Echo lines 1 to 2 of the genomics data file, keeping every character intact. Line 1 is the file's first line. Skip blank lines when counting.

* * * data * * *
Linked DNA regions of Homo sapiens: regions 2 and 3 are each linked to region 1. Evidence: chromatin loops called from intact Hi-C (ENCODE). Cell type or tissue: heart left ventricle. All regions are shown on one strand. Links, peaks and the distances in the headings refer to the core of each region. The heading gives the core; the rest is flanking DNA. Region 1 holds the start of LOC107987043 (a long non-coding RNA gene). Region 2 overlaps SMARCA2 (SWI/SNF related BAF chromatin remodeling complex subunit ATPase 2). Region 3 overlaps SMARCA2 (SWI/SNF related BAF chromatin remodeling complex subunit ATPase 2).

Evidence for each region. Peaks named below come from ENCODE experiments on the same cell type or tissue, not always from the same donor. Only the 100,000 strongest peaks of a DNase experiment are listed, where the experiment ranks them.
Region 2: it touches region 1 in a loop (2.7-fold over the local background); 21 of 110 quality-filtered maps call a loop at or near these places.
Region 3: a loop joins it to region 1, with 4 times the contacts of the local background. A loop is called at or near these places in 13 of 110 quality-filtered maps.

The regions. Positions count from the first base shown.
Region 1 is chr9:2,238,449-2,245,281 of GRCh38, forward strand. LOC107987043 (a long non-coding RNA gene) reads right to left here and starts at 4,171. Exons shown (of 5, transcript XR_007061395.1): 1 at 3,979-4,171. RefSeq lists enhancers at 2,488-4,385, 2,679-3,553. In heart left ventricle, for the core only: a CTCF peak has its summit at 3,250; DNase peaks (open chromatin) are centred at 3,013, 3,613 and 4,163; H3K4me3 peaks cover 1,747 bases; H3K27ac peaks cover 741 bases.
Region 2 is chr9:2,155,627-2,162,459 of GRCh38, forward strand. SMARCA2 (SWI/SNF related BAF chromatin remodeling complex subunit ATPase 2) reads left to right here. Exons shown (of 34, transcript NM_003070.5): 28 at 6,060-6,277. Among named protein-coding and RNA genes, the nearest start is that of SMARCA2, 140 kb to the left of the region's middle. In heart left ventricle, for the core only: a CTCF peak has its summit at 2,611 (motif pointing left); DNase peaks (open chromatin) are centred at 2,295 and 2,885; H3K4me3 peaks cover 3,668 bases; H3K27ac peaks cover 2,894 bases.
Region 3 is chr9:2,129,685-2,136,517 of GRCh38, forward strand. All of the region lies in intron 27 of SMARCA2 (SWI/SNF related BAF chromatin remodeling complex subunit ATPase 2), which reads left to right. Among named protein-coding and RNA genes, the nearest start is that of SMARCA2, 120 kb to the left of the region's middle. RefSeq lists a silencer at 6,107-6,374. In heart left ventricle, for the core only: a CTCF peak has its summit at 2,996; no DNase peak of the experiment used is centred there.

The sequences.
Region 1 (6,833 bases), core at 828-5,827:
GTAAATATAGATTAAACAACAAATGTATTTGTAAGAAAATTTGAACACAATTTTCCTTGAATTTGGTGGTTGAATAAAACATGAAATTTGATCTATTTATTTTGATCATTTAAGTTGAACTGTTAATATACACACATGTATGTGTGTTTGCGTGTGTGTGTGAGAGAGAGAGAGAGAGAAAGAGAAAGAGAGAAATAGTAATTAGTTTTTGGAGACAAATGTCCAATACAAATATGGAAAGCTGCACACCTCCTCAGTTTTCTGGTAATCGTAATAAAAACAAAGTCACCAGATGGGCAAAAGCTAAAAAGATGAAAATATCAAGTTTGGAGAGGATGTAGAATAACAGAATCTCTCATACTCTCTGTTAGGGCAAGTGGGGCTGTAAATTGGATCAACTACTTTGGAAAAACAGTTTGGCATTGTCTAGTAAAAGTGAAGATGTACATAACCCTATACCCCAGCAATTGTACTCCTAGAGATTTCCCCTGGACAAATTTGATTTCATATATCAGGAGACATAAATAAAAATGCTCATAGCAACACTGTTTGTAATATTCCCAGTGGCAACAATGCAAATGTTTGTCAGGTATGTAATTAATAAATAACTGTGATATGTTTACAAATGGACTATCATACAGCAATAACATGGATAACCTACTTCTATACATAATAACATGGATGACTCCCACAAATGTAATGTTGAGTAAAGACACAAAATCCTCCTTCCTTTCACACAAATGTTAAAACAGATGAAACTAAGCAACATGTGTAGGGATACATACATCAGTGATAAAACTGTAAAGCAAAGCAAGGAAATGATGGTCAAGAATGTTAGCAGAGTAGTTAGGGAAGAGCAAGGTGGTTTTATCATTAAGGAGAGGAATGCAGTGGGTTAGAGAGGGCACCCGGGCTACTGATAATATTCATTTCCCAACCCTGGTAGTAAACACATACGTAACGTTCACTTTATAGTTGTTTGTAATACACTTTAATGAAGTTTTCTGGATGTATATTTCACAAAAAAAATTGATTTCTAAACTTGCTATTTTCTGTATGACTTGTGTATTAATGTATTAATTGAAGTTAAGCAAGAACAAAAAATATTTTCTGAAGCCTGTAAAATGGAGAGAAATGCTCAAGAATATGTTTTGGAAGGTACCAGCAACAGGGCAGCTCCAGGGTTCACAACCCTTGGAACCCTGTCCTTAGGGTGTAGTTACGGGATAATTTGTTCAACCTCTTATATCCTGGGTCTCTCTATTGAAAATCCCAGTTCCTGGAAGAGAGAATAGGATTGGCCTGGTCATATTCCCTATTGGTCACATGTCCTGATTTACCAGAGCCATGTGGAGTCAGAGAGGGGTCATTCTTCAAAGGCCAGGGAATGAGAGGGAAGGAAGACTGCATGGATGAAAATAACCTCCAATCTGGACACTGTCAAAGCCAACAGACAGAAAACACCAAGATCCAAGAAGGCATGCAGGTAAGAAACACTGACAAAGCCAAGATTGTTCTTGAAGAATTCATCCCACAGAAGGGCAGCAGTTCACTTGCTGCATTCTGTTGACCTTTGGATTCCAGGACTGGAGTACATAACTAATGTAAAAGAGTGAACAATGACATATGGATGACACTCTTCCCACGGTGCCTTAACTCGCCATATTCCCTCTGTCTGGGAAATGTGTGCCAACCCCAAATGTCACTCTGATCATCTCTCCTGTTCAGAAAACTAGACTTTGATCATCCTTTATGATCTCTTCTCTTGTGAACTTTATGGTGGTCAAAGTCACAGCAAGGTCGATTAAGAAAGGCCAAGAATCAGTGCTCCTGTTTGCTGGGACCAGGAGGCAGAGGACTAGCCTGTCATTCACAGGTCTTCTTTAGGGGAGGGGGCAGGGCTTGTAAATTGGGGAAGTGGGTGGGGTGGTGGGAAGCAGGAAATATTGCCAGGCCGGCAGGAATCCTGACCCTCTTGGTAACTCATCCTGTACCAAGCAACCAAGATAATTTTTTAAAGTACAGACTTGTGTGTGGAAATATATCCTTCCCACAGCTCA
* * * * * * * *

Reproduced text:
Linked DNA regions of Homo sapiens: regions 2 and 3 are each linked to region 1. Evidence: chromatin loops called from intact Hi-C (ENCODE). Cell type or tissue: heart left ventricle. All regions are shown on one strand. Links, peaks and the distances in the headings refer to the core of each region. The heading gives the core; the rest is flanking DNA. Region 1 holds the start of LOC107987043 (a long non-coding RNA gene). Region 2 overlaps SMARCA2 (SWI/SNF related BAF chromatin remodeling complex subunit ATPase 2). Region 3 overlaps SMARCA2 (SWI/SNF related BAF chromatin remodeling complex subunit ATPase 2).

Evidence for each region. Peaks named below come from ENCODE experiments on the same cell type or tissue, not always from the same donor. Only the 100,000 strongest peaks of a DNase experiment are listed, where the experiment ranks them.